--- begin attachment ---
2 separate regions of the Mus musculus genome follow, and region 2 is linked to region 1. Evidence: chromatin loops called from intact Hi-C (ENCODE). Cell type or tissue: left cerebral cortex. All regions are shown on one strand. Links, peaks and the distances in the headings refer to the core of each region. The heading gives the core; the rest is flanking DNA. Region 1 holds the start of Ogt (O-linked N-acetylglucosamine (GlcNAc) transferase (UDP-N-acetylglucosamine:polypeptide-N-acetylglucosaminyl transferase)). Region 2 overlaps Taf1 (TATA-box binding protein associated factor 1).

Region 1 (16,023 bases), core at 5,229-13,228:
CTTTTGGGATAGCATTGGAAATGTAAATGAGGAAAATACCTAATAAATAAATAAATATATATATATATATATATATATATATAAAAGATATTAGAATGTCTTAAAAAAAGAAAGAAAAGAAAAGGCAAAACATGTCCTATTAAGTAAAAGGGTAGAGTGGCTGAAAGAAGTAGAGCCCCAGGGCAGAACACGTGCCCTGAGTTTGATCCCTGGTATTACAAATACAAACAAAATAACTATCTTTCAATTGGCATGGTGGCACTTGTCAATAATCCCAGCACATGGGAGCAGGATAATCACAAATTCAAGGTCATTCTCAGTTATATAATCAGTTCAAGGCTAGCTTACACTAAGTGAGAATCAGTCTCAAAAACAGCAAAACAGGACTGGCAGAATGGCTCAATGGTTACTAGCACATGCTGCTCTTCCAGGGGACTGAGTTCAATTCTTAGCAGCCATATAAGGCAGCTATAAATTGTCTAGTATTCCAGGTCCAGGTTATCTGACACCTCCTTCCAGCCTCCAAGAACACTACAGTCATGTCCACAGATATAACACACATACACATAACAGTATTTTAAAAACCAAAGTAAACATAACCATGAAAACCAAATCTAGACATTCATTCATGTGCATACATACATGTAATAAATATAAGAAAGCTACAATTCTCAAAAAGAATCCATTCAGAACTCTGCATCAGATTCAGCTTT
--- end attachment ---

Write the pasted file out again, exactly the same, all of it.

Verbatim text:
2 separate regions of the Mus musculus genome follow, and region 2 is linked to region 1. Evidence: chromatin loops called from intact Hi-C (ENCODE). Cell type or tissue: left cerebral cortex. All regions are shown on one strand. Links, peaks and the distances in the headings refer to the core of each region. The heading gives the core; the rest is flanking DNA. Region 1 holds the start of Ogt (O-linked N-acetylglucosamine (GlcNAc) transferase (UDP-N-acetylglucosamine:polypeptide-N-acetylglucosaminyl transferase)). Region 2 overlaps Taf1 (TATA-box binding protein associated factor 1).

Region 1 (16,023 bases), core at 5,229-13,228:
CTTTTGGGATAGCATTGGAAATGTAAATGAGGAAAATACCTAATAAATAAATAAATATATATATATATATATATATATATATAAAAGATATTAGAATGTCTTAAAAAAAGAAAGAAAAGAAAAGGCAAAACATGTCCTATTAAGTAAAAGGGTAGAGTGGCTGAAAGAAGTAGAGCCCCAGGGCAGAACACGTGCCCTGAGTTTGATCCCTGGTATTACAAATACAAACAAAATAACTATCTTTCAATTGGCATGGTGGCACTTGTCAATAATCCCAGCACATGGGAGCAGGATAATCACAAATTCAAGGTCATTCTCAGTTATATAATCAGTTCAAGGCTAGCTTACACTAAGTGAGAATCAGTCTCAAAAACAGCAAAACAGGACTGGCAGAATGGCTCAATGGTTACTAGCACATGCTGCTCTTCCAGGGGACTGAGTTCAATTCTTAGCAGCCATATAAGGCAGCTATAAATTGTCTAGTATTCCAGGTCCAGGTTATCTGACACCTCCTTCCAGCCTCCAAGAACACTACAGTCATGTCCACAGATATAACACACATACACATAACAGTATTTTAAAAACCAAAGTAAACATAACCATGAAAACCAAATCTAGACATTCATTCATGTGCATACATACATGTAATAAATATAAGAAAGCTACAATTCTCAAAAAGAATCCATTCAGAACTCTGCATCAGATTCAGCTTT